The protests in Istanbul indicated one simple thing for architects (designers?): We need new definitions for architecture in situations when architecture is removed from architects.
Turkish architects are creating line drawings of protest shelters and structures following the recent occupation of Istanbul’s Gezi Park.
Thousands of citizens took to the streets earlier this month to join one of Turkey’s largest anti-government demonstrations in decades and non-profit organisation Herkes Icin Mimarlik – which translates as Architecture For All – has since initiated an archive of photographs and drawings, documenting the makeshift shelters, tents, and other temporary structures that have been constructed.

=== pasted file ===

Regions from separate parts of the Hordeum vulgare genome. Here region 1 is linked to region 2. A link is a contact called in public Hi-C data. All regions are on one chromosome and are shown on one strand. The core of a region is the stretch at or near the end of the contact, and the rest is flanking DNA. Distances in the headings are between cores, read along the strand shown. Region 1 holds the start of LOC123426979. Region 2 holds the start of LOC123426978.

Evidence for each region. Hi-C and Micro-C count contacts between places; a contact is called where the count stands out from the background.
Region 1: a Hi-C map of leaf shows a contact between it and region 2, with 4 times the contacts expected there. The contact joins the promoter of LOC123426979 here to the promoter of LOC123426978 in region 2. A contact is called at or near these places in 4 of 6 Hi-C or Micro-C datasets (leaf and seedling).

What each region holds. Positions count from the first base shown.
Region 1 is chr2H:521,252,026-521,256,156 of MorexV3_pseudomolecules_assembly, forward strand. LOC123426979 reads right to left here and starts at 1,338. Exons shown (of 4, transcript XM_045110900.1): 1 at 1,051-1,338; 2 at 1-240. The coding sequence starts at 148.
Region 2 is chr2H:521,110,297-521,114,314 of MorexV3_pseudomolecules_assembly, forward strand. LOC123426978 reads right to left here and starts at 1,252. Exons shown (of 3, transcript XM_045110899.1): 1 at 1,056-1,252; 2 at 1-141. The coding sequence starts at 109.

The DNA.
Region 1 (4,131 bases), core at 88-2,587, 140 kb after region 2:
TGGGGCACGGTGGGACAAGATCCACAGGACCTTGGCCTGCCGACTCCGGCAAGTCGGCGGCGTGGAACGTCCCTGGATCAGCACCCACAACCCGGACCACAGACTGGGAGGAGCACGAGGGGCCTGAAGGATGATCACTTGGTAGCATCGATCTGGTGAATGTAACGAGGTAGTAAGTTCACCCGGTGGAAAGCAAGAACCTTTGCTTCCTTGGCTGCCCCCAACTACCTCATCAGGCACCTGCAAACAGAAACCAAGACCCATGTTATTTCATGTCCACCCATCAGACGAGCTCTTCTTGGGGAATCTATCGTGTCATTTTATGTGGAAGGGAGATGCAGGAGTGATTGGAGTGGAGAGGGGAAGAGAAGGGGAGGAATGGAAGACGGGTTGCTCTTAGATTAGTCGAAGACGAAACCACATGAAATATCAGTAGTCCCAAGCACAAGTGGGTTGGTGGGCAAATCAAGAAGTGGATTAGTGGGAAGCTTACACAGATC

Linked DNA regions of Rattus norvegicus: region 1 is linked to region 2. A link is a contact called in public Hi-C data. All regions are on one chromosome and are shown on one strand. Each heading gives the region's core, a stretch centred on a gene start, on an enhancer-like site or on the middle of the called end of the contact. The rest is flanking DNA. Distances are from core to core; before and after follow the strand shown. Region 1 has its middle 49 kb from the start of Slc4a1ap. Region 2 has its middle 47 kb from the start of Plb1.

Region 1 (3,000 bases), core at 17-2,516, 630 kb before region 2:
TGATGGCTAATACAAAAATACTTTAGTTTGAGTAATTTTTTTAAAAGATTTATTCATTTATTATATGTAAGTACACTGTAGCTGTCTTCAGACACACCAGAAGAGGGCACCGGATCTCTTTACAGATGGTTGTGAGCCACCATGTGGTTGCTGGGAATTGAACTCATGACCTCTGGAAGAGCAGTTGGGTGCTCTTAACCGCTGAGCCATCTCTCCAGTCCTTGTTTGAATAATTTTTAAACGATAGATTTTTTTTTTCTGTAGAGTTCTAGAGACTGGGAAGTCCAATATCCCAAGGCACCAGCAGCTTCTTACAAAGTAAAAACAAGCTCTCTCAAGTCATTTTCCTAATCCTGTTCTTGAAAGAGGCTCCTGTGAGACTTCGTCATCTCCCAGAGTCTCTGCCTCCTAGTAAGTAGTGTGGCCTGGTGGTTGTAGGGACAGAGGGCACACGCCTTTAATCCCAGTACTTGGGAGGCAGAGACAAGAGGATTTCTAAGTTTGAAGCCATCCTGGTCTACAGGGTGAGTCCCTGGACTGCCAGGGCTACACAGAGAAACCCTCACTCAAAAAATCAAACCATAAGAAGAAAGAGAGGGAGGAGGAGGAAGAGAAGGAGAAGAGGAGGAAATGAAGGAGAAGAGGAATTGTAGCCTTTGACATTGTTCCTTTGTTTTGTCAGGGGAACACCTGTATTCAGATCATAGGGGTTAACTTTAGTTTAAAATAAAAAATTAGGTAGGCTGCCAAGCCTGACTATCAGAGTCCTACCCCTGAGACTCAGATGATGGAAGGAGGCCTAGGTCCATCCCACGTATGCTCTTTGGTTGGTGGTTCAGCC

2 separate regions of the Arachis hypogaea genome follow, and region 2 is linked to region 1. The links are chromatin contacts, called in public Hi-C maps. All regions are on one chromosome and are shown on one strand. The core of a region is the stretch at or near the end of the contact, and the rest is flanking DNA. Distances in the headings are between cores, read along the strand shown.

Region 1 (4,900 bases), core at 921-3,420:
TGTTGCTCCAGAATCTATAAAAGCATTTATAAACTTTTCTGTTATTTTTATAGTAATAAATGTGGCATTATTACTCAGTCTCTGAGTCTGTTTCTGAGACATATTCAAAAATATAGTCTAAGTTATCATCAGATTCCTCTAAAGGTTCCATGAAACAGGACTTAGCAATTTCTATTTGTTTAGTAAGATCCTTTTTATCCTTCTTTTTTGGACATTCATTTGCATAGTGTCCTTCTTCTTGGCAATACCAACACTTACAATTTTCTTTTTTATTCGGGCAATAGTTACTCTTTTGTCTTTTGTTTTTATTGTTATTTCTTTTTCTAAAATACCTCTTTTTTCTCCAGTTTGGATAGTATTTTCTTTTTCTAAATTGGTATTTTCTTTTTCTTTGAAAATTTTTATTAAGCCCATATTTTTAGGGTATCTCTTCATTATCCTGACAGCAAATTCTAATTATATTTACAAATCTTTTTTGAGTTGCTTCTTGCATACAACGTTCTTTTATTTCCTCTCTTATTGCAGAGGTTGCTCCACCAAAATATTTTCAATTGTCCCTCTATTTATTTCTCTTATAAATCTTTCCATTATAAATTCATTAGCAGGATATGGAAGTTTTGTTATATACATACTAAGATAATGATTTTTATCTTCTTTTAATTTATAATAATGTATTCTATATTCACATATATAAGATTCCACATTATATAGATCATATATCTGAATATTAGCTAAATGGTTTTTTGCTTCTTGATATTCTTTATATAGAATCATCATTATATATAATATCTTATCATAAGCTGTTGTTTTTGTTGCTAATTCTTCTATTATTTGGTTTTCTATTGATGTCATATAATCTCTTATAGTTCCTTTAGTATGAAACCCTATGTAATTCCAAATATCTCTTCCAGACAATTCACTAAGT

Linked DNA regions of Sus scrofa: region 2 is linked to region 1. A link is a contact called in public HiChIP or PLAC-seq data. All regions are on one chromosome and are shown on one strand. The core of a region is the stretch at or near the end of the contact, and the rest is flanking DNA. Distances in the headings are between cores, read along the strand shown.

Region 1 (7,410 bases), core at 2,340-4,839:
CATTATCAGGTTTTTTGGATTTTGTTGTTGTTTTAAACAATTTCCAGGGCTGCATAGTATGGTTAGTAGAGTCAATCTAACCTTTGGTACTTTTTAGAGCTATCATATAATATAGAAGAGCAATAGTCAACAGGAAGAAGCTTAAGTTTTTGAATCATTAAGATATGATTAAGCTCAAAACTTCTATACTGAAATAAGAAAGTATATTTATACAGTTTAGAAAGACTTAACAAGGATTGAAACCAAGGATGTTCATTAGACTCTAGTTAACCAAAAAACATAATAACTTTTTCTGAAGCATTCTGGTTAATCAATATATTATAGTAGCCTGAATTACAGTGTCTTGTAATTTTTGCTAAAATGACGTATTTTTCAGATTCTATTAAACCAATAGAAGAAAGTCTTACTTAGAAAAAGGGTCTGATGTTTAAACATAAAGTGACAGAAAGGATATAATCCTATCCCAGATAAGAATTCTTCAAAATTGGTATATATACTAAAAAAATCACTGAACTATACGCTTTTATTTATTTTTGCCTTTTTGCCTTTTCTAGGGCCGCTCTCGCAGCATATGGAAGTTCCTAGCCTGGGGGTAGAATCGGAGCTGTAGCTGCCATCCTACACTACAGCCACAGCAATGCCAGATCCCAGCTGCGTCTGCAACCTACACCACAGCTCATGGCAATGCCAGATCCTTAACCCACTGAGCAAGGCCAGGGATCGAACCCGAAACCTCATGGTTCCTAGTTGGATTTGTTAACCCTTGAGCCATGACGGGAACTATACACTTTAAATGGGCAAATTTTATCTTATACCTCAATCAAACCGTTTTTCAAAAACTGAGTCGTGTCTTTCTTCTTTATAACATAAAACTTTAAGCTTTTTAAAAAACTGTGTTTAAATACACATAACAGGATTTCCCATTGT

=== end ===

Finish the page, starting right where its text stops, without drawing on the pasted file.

“The protests in Istanbul indicated one simple thing for architects,” writes organisation co-founder Yelta Köm on the Tumblr page for the project. “We need new definitions for architecture in situations when architecture is removed from architects.”
He continues: “Each unique structure that we encounter in the streets and Gezi Park has its own in-situ design and implementation process. Documentation of these temporary structures is of huge importance for further examination, considering their limited life-cycle.”
“We really want to document as much as possible,” says the team. “While we are drawing what we could find, we are also open to contribution from everyone.”
First published in DEZEEN Magazine
see also Transformation of Taksim Square at Sense of Time